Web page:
Mouth Shut Heart Open

 

When I was first asked to participate in the show, the issue that I found myself personally invested in was the urgency for, and challenge of, empowering women. Drawing on my long time fascination with Indian Classical mythology I turned to a specific, personally transformative story about the Goddess Durga (retold by Sally Kempton in her book Awakening Shakti). In this story, the world has been conquered by demon brothers who through their cleverness and dedication earn a boon from the God Indra that no man or god could ever defeat them in battle.

 

As a result, they overthrow all of the other gods and banish them to the underworld. “The brothers, having conquered everything worth conquering, devote themselves to collecting art and women, to building houses and commissioning songs of praise…” All is hopeless until a sage points out a loophole in the boon - no mention was made of women. So the desperate gods search out and plead with Durga - the warrior goddess of protection and strength - to intervene and restore the universal balance. At first Durga refuses in anger at their thousands of years of disrespect of the feminine principle and mistreatment of the goddesses. But eventually she agrees and goes into battle with the demonic forces on the behalf of all the gods.

As she faces her opponent, instead of using weapons, “from her body emerges a host of beautiful light-forms,” other goddesses that represent the various powerful aspects of consciousness such as beauty, knowledge, wisdom, love, victory, regeneration, sexuality, desire, etc. In this way Durga overcomes every kind of evil that confronts her, eventually killing the two demon brothers who started the whole thing. As the last of them is dying, he is described as having a smile come over his face “as the ecstasy of the goddess fills his being. In that instant, both demons are transfigured, dissolving into Durga’s body, dying into the mystery.”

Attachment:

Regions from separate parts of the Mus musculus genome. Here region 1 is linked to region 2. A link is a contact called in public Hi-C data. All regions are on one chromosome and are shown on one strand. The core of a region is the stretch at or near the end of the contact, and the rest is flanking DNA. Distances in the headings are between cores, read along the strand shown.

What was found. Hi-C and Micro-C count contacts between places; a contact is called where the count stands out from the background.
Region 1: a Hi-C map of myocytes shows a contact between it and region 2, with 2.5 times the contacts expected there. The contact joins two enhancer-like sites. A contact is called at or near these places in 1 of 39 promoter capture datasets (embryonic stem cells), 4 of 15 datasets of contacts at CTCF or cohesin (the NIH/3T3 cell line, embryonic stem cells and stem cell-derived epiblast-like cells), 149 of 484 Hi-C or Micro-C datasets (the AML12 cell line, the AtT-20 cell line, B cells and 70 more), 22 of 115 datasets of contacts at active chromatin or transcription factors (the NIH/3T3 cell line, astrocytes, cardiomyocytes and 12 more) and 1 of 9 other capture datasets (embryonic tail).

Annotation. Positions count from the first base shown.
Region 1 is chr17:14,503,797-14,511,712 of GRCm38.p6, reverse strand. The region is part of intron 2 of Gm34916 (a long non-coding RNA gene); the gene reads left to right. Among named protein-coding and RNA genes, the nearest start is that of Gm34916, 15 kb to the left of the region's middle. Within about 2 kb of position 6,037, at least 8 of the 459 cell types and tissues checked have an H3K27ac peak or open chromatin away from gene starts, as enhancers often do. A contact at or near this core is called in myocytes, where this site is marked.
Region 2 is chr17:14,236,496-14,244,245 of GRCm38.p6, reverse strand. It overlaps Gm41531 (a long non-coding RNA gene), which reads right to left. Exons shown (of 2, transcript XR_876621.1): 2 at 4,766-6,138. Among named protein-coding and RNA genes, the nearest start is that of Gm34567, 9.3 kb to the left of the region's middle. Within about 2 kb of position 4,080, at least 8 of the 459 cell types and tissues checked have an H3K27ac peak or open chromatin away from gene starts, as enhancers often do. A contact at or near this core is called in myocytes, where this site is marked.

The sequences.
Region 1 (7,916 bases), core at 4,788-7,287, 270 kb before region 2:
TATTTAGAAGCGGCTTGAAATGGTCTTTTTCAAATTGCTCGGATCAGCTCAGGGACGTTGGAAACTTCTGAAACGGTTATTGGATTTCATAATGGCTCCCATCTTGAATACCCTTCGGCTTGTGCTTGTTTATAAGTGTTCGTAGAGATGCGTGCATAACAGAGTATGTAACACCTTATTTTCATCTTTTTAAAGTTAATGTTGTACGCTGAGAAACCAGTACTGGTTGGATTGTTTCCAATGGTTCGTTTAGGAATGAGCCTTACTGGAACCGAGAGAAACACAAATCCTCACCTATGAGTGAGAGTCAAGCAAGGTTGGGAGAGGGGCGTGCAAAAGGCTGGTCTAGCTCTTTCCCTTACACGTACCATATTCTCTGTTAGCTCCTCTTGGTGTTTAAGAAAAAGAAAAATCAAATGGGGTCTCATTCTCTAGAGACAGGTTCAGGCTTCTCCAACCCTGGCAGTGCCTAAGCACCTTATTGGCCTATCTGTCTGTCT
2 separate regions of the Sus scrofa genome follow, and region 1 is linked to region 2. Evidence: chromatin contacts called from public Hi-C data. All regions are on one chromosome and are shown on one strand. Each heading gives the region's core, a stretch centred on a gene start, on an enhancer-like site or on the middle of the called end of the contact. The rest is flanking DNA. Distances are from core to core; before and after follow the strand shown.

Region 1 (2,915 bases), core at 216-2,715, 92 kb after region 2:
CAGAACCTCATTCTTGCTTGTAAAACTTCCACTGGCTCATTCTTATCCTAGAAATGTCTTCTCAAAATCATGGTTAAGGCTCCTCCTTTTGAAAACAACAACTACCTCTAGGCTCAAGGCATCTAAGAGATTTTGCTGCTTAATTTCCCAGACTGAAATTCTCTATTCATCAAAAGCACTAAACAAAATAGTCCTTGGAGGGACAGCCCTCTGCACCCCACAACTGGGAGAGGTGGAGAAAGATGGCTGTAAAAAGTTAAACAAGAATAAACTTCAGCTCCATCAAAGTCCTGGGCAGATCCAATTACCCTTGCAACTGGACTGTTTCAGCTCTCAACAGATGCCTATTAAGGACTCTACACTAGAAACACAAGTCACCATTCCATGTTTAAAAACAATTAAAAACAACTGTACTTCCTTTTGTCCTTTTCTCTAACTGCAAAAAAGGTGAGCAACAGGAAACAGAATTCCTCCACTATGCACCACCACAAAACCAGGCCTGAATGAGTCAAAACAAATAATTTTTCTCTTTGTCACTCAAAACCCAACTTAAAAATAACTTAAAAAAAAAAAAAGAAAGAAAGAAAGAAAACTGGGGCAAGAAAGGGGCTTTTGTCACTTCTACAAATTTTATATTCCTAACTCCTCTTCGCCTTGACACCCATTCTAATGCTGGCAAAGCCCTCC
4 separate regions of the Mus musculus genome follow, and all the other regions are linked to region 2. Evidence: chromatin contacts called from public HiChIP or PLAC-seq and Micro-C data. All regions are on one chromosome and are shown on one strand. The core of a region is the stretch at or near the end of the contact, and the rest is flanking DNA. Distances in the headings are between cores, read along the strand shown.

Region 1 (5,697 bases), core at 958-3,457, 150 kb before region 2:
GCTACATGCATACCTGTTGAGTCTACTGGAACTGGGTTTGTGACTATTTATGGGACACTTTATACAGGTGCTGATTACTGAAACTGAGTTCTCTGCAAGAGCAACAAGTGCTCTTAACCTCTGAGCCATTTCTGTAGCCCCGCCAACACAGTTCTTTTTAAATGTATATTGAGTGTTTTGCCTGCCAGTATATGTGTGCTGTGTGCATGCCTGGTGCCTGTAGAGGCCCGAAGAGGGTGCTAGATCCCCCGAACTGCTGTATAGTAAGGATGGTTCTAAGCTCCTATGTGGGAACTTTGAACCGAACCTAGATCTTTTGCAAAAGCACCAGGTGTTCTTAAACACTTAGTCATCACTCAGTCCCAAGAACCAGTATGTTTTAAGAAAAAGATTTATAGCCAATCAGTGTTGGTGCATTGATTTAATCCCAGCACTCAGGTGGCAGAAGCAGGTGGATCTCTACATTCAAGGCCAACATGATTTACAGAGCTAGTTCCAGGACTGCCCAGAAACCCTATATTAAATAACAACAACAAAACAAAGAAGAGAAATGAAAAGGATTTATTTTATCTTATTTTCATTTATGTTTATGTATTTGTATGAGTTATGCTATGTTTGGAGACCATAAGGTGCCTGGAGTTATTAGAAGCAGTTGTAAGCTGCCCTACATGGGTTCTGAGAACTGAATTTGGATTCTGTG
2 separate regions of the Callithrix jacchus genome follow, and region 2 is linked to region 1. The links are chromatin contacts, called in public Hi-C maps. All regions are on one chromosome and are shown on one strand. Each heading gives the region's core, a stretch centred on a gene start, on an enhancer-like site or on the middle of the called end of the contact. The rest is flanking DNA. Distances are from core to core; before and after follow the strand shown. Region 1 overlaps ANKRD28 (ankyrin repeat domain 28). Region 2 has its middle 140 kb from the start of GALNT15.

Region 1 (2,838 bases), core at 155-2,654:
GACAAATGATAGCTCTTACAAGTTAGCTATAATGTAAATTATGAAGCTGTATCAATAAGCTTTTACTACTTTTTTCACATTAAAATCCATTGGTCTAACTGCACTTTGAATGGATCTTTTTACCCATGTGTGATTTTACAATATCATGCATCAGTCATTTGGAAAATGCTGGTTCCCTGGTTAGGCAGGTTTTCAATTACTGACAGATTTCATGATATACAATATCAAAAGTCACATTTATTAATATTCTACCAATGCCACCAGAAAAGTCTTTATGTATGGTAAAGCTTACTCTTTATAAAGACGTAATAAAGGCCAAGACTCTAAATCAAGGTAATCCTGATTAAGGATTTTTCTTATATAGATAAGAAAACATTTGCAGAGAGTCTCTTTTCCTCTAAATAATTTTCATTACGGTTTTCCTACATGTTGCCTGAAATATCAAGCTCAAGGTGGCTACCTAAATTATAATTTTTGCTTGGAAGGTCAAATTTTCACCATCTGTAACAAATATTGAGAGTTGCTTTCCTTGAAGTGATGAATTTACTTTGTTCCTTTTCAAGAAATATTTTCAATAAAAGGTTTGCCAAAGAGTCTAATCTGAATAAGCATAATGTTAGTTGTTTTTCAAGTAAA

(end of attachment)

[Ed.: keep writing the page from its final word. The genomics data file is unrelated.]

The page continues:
My point of departure was to focus on the idea of Durga’s physical body as a site from which light-forms emerged. I decided to imagine that as a physical experience in my own body and explore what forms would emerge. The resulting body of work consists of five paintings and one video piece - a synthesis of movement and painting. The pieces may be kept together and displayed as one work or they can be treated as separate works. The title for this body of work (Mouth Shut Heart Open) came to me in a dream after several weeks of exploration.

 

 

For this body of work I decided to commit to a purely intuitive route, allowing the scope of the project to develop gradually, over weeks. Following in the footsteps of mystical artists such as Hilma Alf Klint, Anna Halperin, and Pina Bausch I chose to approach my creative process as a ritual. Each working session consisted of  open-ended movement exploration followed by hours of painting. The movement served as a tool for generating and articulating emotional responses within and through the body. The painting process then was a visual extension through gesture and color of the internal journey. To enhance emotional continuity between movement and painting I committed to listening to one specific album of music during my working sessions - “Spaces” by Nils Frahm.